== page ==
Editor Daniel Hubbard and Eric Goodman email@example.com
4:07 pm on Friday, November 2, 2012
The two sides of town are not served by the same lines. Where was the 12/3 date from and what part of town does it refer to? JCP&L shows 40 percent restored in Jefferson so far and heard they were working around Cozy Lake today.
3:53 pm on Friday, November 2, 2012
$12 million per year buries 6-12 miles of overhead lines per year depending on location and what the ground is like. In 5 years you'll have spent $60 million and buried 30-60 miles of lines. Hardly making a dent in the total JCP&L territory.
"Do it more efficiently" -yeah, find a way to dig up all those roadsides and bury the lines without having to worry about traffic control, excavation, underground conduit, insulated high voltage wire, switches, fuses, concrete, safety codes, working with Verizon, Cablevision, etc. Just figure out a way.
Once the lines are buried, they are more difficult and expensive to perform regular maintenance on, so you can tack on another surcharge to maintain the underground lines. What was a simple switch mounted on top of a pole becomes a large steel enclosure on a concrete pad in somebody's yard, which they'll undoubtedly complain about. Each transformer that was on a pole becomes another steel box in somebody's yard, which they'll undoubtedly complain about. If cable and phone go underground, that's 2 more boxes to complain about. And you get to dig up every homeowner's yard to replace the lines to their house, on whose dime?
Then, if there is a problem with the line, you are digging it up to replace it, again at a greatly increased cost. And time/cost to repair problems increase dramatically when the lines aren't accessible.
There's no be all end all solution for all this. That's why these are called natural DISASTERS.
7:47 am on Friday, November 2, 2012
"Bury the lines underground" - who's paying the $1 million or more per mile to do that? (http://www.washingtonpost.com/blogs/ezra-klein/wp/2012/07/25/why-most-cities-dont-bury-power-lines/)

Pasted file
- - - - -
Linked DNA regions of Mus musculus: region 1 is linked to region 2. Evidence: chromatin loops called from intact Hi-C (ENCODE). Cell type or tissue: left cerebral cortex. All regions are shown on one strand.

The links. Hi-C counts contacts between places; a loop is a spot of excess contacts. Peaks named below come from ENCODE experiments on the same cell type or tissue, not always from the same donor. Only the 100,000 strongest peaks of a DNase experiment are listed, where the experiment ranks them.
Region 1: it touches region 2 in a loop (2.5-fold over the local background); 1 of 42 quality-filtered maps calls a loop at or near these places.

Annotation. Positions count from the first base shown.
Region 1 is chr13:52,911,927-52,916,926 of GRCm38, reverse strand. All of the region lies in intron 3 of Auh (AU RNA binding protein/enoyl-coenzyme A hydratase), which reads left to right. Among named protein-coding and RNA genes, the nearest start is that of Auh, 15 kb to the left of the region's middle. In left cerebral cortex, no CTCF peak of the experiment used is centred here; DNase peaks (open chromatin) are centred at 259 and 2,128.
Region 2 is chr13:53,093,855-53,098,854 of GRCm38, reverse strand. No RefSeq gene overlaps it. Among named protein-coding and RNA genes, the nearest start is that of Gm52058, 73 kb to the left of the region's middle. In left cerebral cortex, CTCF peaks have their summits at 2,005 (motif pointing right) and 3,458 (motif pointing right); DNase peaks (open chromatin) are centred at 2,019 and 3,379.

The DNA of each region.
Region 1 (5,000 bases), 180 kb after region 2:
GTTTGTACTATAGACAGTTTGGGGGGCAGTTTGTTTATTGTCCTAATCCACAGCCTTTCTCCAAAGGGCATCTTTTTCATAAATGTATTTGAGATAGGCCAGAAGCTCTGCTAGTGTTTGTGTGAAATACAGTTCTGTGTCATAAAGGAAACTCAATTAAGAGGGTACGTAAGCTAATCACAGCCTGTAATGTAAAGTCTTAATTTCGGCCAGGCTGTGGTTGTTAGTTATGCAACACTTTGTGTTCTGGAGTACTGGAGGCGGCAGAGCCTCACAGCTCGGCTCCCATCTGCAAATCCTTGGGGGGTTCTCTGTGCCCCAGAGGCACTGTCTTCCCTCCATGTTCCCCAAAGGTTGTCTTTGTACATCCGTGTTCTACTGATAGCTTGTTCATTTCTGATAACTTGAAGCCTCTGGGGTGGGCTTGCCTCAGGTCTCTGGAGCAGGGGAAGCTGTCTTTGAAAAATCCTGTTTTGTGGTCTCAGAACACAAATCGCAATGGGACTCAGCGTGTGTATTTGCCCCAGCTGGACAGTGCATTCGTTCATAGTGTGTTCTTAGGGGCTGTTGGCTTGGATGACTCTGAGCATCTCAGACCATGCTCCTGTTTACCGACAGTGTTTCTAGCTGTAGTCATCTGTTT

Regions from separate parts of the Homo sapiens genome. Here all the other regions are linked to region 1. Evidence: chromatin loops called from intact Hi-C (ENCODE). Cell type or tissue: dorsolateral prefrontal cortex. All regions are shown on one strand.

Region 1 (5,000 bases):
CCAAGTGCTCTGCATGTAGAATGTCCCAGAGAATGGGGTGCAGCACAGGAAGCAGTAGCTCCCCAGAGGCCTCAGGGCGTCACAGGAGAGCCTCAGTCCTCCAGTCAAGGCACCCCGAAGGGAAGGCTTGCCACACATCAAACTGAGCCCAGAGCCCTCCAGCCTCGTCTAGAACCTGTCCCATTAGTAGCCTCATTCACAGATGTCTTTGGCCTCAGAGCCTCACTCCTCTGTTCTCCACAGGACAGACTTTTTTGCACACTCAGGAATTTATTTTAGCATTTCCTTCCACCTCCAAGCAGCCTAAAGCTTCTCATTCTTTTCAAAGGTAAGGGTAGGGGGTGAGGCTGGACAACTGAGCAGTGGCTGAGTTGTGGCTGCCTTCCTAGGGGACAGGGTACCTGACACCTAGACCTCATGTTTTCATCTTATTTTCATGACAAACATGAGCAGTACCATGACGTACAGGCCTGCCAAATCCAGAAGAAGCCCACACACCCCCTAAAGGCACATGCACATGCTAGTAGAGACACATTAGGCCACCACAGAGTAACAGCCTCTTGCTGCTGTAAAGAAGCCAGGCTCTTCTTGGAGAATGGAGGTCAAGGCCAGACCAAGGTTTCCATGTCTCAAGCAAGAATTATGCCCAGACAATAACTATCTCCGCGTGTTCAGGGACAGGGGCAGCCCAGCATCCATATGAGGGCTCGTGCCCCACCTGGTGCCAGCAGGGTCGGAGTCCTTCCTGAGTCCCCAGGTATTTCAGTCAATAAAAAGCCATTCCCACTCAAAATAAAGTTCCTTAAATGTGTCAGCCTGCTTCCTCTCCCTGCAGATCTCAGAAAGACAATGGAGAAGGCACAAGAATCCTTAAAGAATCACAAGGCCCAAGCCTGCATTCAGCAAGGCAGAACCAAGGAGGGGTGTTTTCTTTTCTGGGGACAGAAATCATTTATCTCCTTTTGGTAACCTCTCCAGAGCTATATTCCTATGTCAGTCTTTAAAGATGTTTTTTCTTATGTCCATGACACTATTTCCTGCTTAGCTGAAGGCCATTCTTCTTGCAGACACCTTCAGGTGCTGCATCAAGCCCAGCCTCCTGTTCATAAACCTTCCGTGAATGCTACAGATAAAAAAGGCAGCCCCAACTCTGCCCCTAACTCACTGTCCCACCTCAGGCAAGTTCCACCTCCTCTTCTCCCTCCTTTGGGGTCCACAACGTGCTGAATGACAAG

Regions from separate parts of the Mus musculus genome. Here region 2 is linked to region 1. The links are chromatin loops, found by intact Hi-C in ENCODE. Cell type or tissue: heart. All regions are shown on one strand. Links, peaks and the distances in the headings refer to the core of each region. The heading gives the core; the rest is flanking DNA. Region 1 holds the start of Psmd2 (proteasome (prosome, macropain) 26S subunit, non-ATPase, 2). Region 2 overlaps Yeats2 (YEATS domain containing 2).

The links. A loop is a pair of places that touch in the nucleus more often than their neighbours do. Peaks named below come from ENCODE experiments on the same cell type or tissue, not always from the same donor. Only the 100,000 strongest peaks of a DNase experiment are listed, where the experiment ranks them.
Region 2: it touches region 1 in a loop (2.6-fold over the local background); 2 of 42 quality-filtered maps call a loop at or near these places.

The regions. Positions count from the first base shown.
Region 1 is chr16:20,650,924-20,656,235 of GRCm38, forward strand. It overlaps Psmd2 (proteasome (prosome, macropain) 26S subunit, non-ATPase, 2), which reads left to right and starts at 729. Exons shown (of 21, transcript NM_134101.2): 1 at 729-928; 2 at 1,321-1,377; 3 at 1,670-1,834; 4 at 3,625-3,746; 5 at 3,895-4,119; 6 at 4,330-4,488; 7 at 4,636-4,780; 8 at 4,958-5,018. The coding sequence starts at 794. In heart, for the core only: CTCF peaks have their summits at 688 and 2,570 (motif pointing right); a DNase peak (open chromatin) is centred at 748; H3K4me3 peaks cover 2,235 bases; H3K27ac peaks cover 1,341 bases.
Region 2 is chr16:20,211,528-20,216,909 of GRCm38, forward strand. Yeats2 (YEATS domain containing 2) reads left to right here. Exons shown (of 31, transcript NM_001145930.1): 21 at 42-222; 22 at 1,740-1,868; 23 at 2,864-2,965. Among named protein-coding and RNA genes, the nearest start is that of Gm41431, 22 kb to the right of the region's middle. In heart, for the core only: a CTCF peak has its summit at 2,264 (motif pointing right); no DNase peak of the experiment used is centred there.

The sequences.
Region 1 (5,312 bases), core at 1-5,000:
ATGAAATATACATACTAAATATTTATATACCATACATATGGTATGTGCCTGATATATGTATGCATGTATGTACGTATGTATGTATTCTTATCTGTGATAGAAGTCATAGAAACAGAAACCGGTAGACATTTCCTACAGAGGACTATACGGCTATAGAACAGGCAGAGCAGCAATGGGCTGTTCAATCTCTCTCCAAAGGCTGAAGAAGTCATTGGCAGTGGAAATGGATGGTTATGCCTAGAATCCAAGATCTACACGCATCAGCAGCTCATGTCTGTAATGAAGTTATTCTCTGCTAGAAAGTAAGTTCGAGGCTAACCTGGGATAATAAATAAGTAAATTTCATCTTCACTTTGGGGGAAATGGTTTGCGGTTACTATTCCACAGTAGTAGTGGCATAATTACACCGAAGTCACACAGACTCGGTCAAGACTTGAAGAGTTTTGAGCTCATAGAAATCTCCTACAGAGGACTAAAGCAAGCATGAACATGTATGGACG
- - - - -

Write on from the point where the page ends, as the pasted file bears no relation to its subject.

"The power company should just be able to reroute power wherever they need to in order to make it work" - this isn't the movies, the entire US is running on decrepit infrastructure that nobody wants to spend the money to upgrade. When people raise holy hell about the most minuscule increase on their bill, how are companies going to raise the billions of dollars needed to modernize the power grid? "The government should make them!" "Keep the government out of private business!" "Let the market take care of it!" People can't make up their mind. The problem goes way beyond JCP&L and PSE&G, it's a national epidemic that won't be cured unless there is a serious shift toward funding infrastructure improvements in the US.
"Mandate that gas stations have generators" - great suggestion now, but if it was suggested two weeks before the storm it would have been called the government grossly overstepping its bounds and imposing even more costs on businesses and customers (Plus that $2000 estimate is more like $5000-$10000 for a legally installed generator with the capacity to back up all the pumps, lights, etc.
"Give us a map with detail down to the house on when we'll get power back!" - so that when you're not restored at 5:57 like the map said, you can scream even louder?
8:20 am on Thursday, November 1, 2012
If this place is this much of a riot after 2 days without power, it'll be amazing to see what it's like a week from now when many people still don't have it back. When these systems are initially installed, the planning and design goes months if not years, lead time for equipment can be 16 weeks or more, and the labor time to install is not insignificant. Then a storm the likes of which the region hasn't seen in a hundred years (forget about Irene and the snowstorm, this beats the pants off both) hits the area, decimates the infrastructure, and everyone is screaming when the power isn't back on the next day.
Top to bottom, the regional utility employees are working 18+ hour days. Hundreds of crews are heading to NJ from upstate NY and other areas. But the labor is only one piece of the puzzle. When a substation that took a year to plan and design the first time gets flooded or trees fall on it and wreck the components inside, the linemen are supposed to magically be able to fix it in 24 hours while also obtaining the specialized components needed to rebuild it and maybe if they're lucky, have enough time to make sure the thing won't blow up again as soon as it's re-energized with 30k+ volts.
It's not surprising if you haven't seen crews on your street or your part of town this soon after the storm. While the crews are trying to get substations and transmission lines back up that serve thousands, they are not going to be fixing individual streets and houses.
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Editor Ariana Cohn-Sheehan, Andrew Corselli, Rebecca K. Abma, Daniel Hubbard and Eric Goodman, and Eric Goodman,
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